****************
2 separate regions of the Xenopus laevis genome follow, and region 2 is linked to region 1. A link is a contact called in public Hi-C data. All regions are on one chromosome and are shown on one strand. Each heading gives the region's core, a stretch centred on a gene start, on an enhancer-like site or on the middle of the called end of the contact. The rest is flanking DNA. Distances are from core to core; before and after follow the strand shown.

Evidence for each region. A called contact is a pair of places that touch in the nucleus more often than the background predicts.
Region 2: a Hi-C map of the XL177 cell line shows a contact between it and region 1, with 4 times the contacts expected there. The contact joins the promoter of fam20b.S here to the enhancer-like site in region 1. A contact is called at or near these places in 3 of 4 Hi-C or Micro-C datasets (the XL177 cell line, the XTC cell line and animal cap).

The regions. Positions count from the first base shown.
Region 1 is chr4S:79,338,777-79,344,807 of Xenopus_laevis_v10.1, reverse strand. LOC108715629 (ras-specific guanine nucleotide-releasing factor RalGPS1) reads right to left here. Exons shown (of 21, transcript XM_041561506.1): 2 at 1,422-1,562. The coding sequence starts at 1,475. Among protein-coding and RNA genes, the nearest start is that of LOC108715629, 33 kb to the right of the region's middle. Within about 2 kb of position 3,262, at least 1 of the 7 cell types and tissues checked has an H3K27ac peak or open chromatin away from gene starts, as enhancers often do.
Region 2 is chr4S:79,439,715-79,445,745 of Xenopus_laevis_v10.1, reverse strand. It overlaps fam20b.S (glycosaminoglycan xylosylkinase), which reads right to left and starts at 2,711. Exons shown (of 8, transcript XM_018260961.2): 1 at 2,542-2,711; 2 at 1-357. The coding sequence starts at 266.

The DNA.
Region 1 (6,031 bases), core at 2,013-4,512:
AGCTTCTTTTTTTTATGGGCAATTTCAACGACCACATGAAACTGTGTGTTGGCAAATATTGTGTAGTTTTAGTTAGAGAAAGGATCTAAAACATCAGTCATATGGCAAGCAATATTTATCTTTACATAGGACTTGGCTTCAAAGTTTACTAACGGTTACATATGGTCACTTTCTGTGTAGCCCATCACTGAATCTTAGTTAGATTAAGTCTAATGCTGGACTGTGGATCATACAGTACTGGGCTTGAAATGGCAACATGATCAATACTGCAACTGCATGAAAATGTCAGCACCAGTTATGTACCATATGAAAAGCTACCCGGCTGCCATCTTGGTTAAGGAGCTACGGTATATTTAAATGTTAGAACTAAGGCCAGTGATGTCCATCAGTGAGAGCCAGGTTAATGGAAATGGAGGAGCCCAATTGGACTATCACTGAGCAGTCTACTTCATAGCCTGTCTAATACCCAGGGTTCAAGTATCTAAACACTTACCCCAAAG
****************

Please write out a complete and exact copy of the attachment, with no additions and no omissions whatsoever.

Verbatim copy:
2 separate regions of the Xenopus laevis genome follow, and region 2 is linked to region 1. A link is a contact called in public Hi-C data. All regions are on one chromosome and are shown on one strand. Each heading gives the region's core, a stretch centred on a gene start, on an enhancer-like site or on the middle of the called end of the contact. The rest is flanking DNA. Distances are from core to core; before and after follow the strand shown.

Evidence for each region. A called contact is a pair of places that touch in the nucleus more often than the background predicts.
Region 2: a Hi-C map of the XL177 cell line shows a contact between it and region 1, with 4 times the contacts expected there. The contact joins the promoter of fam20b.S here to the enhancer-like site in region 1. A contact is called at or near these places in 3 of 4 Hi-C or Micro-C datasets (the XL177 cell line, the XTC cell line and animal cap).

The regions. Positions count from the first base shown.
Region 1 is chr4S:79,338,777-79,344,807 of Xenopus_laevis_v10.1, reverse strand. LOC108715629 (ras-specific guanine nucleotide-releasing factor RalGPS1) reads right to left here. Exons shown (of 21, transcript XM_041561506.1): 2 at 1,422-1,562. The coding sequence starts at 1,475. Among protein-coding and RNA genes, the nearest start is that of LOC108715629, 33 kb to the right of the region's middle. Within about 2 kb of position 3,262, at least 1 of the 7 cell types and tissues checked has an H3K27ac peak or open chromatin away from gene starts, as enhancers often do.
Region 2 is chr4S:79,439,715-79,445,745 of Xenopus_laevis_v10.1, reverse strand. It overlaps fam20b.S (glycosaminoglycan xylosylkinase), which reads right to left and starts at 2,711. Exons shown (of 8, transcript XM_018260961.2): 1 at 2,542-2,711; 2 at 1-357. The coding sequence starts at 266.

The DNA.
Region 1 (6,031 bases), core at 2,013-4,512:
AGCTTCTTTTTTTTATGGGCAATTTCAACGACCACATGAAACTGTGTGTTGGCAAATATTGTGTAGTTTTAGTTAGAGAAAGGATCTAAAACATCAGTCATATGGCAAGCAATATTTATCTTTACATAGGACTTGGCTTCAAAGTTTACTAACGGTTACATATGGTCACTTTCTGTGTAGCCCATCACTGAATCTTAGTTAGATTAAGTCTAATGCTGGACTGTGGATCATACAGTACTGGGCTTGAAATGGCAACATGATCAATACTGCAACTGCATGAAAATGTCAGCACCAGTTATGTACCATATGAAAAGCTACCCGGCTGCCATCTTGGTTAAGGAGCTACGGTATATTTAAATGTTAGAACTAAGGCCAGTGATGTCCATCAGTGAGAGCCAGGTTAATGGAAATGGAGGAGCCCAATTGGACTATCACTGAGCAGTCTACTTCATAGCCTGTCTAATACCCAGGGTTCAAGTATCTAAACACTTACCCCAAAG